A New Agency Is Born; Comcast Gets Generous With Creators

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Blank Canvas

Horizon Media and Innocean Worldwide over the weekend launched an agency (or “media agency network”) called Canvas Worldwide, which beginning Jan. 1 will get in the driver’s seat of the Hyundai Motor Group’s $700 million US account. Horizon CEO Bill Koenigsberg alluded to the spate of agency reviews as a key driver for this development. “The $26 billion that’s up for review now in the market – I believe that’s pointing to the fact that the old models are broken,” he said. “Marketers are looking for a clean slate, new opportunity for invention, new creativity.” More via Ad Age.

Burning Down The Bundle

Comcast’s upcoming “Watchable” streaming and on-demand portal will offer considerably more generous incentives for its creator community than Facebook or YouTube. The WSJ’s Shalini Ramachandran reports that short-form video creators for the service will keep 70% of ad revenue they generate (compared to the 50-55% secured by the established social media channels). Comcast isn’t playing coy either, especially given its recent seven-figure investments in BuzzFeed and Vox. The broadcaster wants a seat at the digital table, and is clearly willing to pay for it. (As an aside, Verizon also has a streaming entertainment service in the pipeline.) Read on.

Road Ahead For The Gray Lady

The New York Times’ public editor, Margaret Sullivan, checked in with CEO Mark Thompson about how to combat the decline of the publication’s print ad biz. Nudging digital revenue past print revenue is an attainable goal within five years, according to Thompson. For context, print advertising and subscriptions make up more than 70% of the Times’ revenue. Boosting mobile advertising is another priority, as is ramping up its sponsored content division, T Brand Studio. “We need to grow at a rate where digital overwhelms the inevitable secular decline on the print side,” Thompson said. Encouragingly, digital ad revenue and digital subscriptions grew by 14% last year. Read it.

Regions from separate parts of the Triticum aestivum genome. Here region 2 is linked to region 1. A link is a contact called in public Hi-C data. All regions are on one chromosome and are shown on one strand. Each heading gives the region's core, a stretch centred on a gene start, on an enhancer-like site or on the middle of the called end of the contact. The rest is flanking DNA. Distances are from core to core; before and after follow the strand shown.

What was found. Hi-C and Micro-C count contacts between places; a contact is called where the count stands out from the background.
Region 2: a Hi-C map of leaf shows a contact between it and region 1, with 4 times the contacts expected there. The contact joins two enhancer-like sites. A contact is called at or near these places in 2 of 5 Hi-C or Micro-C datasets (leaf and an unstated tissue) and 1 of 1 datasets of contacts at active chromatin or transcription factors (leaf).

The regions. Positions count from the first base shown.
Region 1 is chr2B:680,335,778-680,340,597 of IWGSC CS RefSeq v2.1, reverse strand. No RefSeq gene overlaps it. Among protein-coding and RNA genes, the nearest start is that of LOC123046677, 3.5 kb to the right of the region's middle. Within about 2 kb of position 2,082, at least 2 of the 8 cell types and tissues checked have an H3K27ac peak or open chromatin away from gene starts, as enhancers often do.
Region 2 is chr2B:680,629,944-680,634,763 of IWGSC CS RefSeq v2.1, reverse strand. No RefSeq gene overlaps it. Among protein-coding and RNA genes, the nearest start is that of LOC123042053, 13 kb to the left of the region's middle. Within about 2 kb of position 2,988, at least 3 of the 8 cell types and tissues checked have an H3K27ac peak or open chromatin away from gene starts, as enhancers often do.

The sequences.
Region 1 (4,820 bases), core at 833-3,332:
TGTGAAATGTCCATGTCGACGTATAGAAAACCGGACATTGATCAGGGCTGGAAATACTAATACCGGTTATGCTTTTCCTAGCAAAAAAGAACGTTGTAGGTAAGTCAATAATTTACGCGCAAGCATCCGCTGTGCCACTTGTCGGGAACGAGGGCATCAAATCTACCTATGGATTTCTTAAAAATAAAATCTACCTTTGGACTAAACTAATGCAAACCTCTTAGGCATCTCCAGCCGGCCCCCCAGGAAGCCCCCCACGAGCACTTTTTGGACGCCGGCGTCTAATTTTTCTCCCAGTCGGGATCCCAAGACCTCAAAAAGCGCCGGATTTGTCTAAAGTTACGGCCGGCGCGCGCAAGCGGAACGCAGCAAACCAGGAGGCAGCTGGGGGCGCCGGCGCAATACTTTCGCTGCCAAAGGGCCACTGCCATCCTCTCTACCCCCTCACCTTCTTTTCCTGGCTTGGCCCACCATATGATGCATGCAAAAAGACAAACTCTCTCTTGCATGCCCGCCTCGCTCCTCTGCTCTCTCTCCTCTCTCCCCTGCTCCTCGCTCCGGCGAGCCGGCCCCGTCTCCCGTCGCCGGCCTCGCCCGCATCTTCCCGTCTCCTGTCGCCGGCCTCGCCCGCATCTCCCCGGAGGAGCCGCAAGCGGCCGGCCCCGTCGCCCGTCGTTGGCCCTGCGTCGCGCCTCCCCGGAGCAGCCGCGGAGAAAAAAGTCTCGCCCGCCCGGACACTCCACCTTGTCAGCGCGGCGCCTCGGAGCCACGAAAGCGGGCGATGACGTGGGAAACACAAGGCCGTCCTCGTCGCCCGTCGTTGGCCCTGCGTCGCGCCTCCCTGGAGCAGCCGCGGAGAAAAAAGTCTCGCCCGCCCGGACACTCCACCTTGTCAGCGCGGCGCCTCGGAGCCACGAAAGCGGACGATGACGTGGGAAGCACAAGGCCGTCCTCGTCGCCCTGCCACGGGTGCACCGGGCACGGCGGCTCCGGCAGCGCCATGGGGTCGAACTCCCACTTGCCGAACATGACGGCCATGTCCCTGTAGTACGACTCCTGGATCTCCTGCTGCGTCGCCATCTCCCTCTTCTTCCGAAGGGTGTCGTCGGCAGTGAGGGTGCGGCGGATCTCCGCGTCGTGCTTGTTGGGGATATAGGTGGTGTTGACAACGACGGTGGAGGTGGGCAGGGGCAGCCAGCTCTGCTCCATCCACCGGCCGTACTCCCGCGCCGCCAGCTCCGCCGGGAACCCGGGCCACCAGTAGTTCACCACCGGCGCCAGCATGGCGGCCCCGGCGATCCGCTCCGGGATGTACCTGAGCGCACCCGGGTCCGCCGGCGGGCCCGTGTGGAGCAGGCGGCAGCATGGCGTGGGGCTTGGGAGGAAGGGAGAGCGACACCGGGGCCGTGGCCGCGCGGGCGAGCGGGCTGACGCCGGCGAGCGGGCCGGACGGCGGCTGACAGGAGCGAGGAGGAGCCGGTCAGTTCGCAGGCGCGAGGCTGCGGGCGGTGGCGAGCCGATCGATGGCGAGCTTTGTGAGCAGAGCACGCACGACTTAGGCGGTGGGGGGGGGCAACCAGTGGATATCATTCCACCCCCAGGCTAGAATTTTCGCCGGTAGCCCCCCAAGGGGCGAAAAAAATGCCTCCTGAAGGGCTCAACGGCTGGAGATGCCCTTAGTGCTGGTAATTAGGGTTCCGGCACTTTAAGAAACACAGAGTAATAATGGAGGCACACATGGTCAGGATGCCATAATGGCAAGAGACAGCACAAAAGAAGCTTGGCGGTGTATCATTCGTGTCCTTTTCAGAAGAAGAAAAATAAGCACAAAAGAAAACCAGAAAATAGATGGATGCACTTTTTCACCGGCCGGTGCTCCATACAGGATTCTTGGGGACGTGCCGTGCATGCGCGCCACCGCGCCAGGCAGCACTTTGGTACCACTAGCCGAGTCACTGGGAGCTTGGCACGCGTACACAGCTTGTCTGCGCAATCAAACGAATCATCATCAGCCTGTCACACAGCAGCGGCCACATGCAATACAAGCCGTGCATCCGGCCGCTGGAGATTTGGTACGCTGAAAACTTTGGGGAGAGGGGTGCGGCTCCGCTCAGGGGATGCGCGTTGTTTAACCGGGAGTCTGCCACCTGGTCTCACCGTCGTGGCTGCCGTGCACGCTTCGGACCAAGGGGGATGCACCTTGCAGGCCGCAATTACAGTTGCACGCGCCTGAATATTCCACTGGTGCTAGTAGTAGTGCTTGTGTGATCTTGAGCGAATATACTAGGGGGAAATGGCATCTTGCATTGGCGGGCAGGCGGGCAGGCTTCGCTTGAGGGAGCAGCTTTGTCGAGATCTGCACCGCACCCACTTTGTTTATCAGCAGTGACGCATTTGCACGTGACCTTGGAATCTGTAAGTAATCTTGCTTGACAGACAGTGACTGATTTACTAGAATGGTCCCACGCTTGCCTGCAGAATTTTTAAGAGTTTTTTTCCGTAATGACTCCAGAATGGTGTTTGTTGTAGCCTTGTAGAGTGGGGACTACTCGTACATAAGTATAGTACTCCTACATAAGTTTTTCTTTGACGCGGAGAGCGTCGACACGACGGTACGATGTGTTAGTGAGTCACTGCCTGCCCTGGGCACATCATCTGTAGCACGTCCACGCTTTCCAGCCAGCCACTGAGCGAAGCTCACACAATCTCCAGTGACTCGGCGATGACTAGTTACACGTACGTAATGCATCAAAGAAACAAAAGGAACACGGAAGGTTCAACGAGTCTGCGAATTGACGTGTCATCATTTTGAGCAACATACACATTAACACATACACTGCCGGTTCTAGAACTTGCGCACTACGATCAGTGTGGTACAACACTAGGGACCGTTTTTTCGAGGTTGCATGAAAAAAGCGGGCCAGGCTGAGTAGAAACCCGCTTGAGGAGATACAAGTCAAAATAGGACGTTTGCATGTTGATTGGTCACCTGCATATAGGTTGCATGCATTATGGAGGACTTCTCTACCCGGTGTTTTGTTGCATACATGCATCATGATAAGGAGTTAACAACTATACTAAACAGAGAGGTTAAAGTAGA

Testing, Testing

Speaking to The Drum, Millward Brown’s head of marketing in the UK, Amanda Phillips, makes a case for ditching clicks in favor of measuring consumer experience. One way Millward Brown is gunning for that is by pre-testing campaigns for its clients. “Rather than campaign effectiveness being decided on how many clicks they’ve got, I’d like to think we could come up with a predicted customer experience score,” Phillips said. “If programmatic is going to really work, then advertisers need to have variety in their ads but against a core platform of a creative idea.” More.

Under The Bridge

Adweek’s Lauren Johnson identifies a roster of influential publishers (Condé Nast, The Wall Street Journal, CNN and Fox News) that have brought on Livefyre, which lets sites embed sponsored posts into its comment section. The practice opens an expanse of untapped real estate for publishers and advertisers, but brand safety could be a concern. Big brands may not be comfortable pushing marketing content alongside commenters, territory that is often associated with trolls and online abuse. Read more.

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